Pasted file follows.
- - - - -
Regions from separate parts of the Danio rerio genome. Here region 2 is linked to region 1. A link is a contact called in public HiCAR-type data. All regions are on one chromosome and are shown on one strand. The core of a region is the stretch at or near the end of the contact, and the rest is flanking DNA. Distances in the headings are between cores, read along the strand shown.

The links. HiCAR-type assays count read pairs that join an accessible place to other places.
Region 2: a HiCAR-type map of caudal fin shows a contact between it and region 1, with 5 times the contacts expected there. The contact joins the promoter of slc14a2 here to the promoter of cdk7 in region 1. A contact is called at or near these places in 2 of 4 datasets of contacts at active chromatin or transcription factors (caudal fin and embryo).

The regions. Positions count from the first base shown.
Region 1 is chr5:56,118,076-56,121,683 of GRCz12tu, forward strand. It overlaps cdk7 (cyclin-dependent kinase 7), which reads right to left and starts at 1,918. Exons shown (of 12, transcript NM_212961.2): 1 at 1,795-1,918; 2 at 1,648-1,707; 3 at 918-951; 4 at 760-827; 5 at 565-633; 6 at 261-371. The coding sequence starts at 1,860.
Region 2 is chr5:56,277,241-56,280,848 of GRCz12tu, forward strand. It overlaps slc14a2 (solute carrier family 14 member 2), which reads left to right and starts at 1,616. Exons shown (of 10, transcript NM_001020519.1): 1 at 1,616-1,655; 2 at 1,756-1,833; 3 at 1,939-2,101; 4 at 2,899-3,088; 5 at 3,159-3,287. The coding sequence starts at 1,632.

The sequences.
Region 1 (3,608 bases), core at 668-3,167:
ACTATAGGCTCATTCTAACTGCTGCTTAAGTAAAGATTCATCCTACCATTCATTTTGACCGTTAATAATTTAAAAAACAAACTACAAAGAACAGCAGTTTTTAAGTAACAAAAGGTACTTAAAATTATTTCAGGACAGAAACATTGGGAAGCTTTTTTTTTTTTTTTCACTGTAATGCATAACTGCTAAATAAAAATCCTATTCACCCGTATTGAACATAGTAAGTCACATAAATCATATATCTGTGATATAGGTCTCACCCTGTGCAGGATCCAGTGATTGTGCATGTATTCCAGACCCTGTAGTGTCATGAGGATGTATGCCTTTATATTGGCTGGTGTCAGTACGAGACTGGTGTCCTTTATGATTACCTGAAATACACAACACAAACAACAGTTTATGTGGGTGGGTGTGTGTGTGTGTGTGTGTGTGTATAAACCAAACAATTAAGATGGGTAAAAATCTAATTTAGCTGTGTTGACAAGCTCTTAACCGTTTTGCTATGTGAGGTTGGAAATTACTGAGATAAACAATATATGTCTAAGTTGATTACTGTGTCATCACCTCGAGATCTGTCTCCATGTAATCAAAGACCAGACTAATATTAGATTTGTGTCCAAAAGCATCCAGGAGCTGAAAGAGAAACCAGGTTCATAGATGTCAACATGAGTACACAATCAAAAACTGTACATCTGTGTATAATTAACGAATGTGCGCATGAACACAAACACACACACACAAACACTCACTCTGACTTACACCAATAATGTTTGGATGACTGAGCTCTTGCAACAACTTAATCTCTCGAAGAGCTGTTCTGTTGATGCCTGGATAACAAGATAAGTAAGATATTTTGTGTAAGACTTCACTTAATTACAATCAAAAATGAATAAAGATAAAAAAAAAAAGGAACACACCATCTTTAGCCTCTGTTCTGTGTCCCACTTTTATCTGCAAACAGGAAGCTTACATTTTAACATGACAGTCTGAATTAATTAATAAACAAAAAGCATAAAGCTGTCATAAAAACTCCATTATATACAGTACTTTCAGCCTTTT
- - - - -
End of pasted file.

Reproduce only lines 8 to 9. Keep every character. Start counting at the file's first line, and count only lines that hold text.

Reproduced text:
Region 1 (3,608 bases), core at 668-3,167:
ACTATAGGCTCATTCTAACTGCTGCTTAAGTAAAGATTCATCCTACCATTCATTTTGACCGTTAATAATTTAAAAAACAAACTACAAAGAACAGCAGTTTTTAAGTAACAAAAGGTACTTAAAATTATTTCAGGACAGAAACATTGGGAAGCTTTTTTTTTTTTTTTCACTGTAATGCATAACTGCTAAATAAAAATCCTATTCACCCGTATTGAACATAGTAAGTCACATAAATCATATATCTGTGATATAGGTCTCACCCTGTGCAGGATCCAGTGATTGTGCATGTATTCCAGACCCTGTAGTGTCATGAGGATGTATGCCTTTATATTGGCTGGTGTCAGTACGAGACTGGTGTCCTTTATGATTACCTGAAATACACAACACAAACAACAGTTTATGTGGGTGGGTGTGTGTGTGTGTGTGTGTGTGTATAAACCAAACAATTAAGATGGGTAAAAATCTAATTTAGCTGTGTTGACAAGCTCTTAACCGTTTTGCTATGTGAGGTTGGAAATTACTGAGATAAACAATATATGTCTAAGTTGATTACTGTGTCATCACCTCGAGATCTGTCTCCATGTAATCAAAGACCAGACTAATATTAGATTTGTGTCCAAAAGCATCCAGGAGCTGAAAGAGAAACCAGGTTCATAGATGTCAACATGAGTACACAATCAAAAACTGTACATCTGTGTATAATTAACGAATGTGCGCATGAACACAAACACACACACACAAACACTCACTCTGACTTACACCAATAATGTTTGGATGACTGAGCTCTTGCAACAACTTAATCTCTCGAAGAGCTGTTCTGTTGATGCCTGGATAACAAGATAAGTAAGATATTTTGTGTAAGACTTCACTTAATTACAATCAAAAATGAATAAAGATAAAAAAAAAAAGGAACACACCATCTTTAGCCTCTGTTCTGTGTCCCACTTTTATCTGCAAACAGGAAGCTTACATTTTAACATGACAGTCTGAATTAATTAATAAACAAAAAGCATAAAGCTGTCATAAAAACTCCATTATATACAGTACTTTCAGCCTTTT